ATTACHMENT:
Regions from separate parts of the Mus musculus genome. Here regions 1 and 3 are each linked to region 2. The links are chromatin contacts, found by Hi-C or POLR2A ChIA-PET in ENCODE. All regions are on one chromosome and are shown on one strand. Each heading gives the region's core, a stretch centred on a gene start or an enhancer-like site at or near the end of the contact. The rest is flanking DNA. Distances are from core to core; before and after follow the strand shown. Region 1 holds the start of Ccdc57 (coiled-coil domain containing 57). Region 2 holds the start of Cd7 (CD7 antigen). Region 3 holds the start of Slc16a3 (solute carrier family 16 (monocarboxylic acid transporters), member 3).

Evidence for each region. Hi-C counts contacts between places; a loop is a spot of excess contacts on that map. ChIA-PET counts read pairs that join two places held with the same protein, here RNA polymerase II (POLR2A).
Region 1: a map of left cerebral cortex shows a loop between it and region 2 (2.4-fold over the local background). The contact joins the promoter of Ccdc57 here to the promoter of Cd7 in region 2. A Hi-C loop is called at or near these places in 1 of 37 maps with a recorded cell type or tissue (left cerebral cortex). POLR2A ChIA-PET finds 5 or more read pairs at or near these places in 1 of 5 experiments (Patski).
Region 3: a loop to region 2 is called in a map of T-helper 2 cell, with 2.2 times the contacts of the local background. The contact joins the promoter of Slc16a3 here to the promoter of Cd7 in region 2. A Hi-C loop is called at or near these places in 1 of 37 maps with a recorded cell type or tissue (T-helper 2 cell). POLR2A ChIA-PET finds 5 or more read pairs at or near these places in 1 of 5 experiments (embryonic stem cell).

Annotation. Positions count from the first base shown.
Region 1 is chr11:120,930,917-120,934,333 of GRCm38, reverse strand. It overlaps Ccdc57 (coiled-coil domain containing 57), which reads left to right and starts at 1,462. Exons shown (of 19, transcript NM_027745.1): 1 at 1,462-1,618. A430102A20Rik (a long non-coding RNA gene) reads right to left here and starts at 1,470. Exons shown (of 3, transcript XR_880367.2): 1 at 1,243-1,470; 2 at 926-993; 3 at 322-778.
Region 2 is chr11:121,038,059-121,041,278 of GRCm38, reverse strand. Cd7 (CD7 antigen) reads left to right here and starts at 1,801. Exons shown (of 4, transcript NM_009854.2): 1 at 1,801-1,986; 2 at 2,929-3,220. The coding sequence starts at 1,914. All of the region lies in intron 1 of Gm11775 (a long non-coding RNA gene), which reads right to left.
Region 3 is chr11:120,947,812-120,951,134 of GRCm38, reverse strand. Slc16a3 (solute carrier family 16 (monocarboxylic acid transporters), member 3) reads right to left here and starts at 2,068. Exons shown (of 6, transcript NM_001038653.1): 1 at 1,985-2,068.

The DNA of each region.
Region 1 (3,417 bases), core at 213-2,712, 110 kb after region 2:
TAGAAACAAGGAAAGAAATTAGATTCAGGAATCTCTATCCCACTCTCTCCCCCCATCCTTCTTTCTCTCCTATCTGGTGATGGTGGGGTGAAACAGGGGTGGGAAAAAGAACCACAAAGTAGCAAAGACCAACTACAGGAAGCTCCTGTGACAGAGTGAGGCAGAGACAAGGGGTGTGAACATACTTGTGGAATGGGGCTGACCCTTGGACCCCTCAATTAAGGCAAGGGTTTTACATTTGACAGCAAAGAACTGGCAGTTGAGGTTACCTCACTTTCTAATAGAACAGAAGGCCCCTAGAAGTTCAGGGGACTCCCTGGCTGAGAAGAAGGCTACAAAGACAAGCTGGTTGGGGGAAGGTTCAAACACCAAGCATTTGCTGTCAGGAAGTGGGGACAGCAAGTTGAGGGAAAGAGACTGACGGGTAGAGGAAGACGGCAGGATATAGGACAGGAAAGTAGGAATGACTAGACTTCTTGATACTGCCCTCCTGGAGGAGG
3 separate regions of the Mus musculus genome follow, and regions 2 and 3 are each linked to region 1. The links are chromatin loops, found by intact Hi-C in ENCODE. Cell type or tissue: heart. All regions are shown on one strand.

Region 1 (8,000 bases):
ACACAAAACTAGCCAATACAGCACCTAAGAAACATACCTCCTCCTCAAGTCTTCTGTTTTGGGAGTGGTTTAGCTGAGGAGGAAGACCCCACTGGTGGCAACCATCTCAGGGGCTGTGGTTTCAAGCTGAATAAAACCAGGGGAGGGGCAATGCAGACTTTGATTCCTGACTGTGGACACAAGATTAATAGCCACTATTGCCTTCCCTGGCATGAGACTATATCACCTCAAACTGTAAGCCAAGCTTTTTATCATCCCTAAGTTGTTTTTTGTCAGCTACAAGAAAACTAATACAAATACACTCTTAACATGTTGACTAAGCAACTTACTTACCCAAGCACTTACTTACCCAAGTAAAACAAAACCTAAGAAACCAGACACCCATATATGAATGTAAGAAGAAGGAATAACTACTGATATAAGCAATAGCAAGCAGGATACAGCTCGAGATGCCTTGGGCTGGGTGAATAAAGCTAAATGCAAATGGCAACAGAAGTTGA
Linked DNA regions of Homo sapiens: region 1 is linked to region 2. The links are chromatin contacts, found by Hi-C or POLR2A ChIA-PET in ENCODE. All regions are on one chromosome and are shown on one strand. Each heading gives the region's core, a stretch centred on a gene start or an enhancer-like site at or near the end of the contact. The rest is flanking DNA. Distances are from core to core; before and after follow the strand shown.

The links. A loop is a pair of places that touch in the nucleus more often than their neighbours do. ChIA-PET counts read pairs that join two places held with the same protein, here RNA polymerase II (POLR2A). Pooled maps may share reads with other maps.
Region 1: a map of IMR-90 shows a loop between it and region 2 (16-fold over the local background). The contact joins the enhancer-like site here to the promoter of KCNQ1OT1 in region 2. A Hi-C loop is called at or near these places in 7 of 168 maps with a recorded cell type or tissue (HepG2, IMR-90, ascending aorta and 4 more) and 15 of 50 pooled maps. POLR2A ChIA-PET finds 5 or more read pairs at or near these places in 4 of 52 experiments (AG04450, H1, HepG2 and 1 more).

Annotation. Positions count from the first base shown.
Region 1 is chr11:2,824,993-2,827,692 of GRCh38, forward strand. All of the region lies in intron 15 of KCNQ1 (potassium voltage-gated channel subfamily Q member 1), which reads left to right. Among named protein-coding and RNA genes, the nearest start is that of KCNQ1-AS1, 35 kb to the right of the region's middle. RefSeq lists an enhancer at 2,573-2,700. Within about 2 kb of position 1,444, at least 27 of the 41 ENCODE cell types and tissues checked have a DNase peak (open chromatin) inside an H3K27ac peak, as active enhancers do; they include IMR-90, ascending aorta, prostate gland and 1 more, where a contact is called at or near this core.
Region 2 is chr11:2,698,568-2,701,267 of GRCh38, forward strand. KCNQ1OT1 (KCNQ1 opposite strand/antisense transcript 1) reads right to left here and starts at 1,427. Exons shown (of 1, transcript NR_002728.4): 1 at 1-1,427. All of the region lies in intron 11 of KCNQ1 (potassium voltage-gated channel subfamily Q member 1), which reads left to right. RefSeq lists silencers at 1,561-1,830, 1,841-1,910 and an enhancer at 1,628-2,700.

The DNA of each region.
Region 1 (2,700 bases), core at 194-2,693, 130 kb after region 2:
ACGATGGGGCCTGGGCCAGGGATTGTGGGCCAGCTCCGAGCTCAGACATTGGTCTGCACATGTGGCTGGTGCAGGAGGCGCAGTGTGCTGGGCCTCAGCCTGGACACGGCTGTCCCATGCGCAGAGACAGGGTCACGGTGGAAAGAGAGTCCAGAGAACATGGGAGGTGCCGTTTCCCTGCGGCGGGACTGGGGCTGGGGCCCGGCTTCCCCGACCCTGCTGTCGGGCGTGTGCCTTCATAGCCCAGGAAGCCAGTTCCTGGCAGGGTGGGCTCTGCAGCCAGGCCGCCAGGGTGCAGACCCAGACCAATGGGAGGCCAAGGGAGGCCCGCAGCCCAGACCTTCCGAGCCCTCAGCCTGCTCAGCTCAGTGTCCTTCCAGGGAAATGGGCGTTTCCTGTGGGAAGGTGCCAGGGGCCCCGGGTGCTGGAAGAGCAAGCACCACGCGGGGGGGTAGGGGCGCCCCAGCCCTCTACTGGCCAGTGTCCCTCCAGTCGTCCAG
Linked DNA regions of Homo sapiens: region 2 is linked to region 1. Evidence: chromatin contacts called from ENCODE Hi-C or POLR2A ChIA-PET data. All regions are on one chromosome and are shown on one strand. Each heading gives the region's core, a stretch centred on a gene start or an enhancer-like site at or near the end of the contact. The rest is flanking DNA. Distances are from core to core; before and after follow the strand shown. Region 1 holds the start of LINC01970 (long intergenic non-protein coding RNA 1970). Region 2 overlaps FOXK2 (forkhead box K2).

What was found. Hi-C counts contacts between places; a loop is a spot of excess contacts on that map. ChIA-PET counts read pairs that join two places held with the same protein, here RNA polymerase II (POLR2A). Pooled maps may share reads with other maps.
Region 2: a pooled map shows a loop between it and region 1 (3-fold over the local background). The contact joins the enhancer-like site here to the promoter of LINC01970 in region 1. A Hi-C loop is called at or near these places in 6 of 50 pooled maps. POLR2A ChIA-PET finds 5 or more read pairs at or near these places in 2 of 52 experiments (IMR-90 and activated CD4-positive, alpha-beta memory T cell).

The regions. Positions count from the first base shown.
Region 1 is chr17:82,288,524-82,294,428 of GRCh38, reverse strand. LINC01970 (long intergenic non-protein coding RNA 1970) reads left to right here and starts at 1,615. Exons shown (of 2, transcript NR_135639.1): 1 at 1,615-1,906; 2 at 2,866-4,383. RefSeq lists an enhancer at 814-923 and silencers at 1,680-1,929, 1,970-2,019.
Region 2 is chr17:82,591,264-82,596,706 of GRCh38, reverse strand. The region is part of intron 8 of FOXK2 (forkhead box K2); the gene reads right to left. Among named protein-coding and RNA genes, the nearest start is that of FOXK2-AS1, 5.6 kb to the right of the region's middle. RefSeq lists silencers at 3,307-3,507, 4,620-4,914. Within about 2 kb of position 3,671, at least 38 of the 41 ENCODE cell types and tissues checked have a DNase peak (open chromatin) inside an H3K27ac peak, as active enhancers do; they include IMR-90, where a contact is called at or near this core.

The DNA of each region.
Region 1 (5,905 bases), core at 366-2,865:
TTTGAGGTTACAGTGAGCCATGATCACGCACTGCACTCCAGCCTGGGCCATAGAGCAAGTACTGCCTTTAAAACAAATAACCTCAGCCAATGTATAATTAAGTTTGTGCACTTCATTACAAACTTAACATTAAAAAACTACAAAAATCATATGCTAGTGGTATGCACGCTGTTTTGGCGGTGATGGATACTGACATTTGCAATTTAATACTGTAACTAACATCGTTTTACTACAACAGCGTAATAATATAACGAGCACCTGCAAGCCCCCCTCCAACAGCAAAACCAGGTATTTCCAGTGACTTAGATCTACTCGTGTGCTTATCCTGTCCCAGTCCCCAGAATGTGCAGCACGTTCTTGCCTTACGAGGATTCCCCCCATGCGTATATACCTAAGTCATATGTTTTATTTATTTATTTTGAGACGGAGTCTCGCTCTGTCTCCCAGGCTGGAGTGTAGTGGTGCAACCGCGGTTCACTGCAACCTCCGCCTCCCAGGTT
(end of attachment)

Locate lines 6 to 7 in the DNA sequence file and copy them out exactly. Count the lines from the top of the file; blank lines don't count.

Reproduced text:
Region 1 is chr11:120,930,917-120,934,333 of GRCm38, reverse strand. It overlaps Ccdc57 (coiled-coil domain containing 57), which reads left to right and starts at 1,462. Exons shown (of 19, transcript NM_027745.1): 1 at 1,462-1,618. A430102A20Rik (a long non-coding RNA gene) reads right to left here and starts at 1,470. Exons shown (of 3, transcript XR_880367.2): 1 at 1,243-1,470; 2 at 926-993; 3 at 322-778.
Region 2 is chr11:121,038,059-121,041,278 of GRCm38, reverse strand. Cd7 (CD7 antigen) reads left to right here and starts at 1,801. Exons shown (of 4, transcript NM_009854.2): 1 at 1,801-1,986; 2 at 2,929-3,220. The coding sequence starts at 1,914. All of the region lies in intron 1 of Gm11775 (a long non-coding RNA gene), which reads right to left.